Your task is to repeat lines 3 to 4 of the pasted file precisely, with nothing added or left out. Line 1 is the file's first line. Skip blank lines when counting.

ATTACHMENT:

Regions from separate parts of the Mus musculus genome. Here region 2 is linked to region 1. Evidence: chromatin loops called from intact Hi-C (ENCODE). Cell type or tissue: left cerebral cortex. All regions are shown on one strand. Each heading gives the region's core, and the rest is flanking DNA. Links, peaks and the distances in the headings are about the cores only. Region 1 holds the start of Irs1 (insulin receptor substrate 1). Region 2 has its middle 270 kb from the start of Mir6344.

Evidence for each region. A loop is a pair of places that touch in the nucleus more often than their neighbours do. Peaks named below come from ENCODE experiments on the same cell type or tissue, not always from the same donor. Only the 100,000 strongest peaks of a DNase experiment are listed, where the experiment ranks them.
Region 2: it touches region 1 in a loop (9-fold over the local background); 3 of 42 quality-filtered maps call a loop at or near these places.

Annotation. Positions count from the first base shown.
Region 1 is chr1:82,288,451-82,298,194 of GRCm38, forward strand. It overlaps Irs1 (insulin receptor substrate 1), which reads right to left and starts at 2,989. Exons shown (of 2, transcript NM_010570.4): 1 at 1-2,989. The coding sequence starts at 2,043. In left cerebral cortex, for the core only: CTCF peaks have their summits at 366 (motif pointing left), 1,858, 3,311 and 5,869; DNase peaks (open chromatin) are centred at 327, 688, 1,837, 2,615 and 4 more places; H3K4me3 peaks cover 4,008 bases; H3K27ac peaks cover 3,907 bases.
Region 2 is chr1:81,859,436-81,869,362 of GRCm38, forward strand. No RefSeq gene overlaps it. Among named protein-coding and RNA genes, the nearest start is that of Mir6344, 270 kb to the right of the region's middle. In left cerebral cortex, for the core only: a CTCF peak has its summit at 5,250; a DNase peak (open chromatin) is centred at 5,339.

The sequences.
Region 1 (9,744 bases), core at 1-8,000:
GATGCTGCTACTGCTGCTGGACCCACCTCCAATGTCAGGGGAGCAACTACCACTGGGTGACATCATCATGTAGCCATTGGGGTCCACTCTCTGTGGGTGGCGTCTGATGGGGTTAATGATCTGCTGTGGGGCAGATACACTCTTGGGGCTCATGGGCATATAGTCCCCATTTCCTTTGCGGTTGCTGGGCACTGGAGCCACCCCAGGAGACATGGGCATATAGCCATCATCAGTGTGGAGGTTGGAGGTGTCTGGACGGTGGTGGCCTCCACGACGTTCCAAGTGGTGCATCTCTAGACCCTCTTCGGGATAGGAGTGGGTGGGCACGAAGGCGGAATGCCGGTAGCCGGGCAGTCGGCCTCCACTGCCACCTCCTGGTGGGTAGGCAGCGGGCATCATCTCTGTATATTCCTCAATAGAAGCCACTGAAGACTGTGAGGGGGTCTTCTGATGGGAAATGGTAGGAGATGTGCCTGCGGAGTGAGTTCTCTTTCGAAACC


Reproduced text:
Region 2: it touches region 1 in a loop (9-fold over the local background); 3 of 42 quality-filtered maps call a loop at or near these places.

Annotation. Positions count from the first base shown.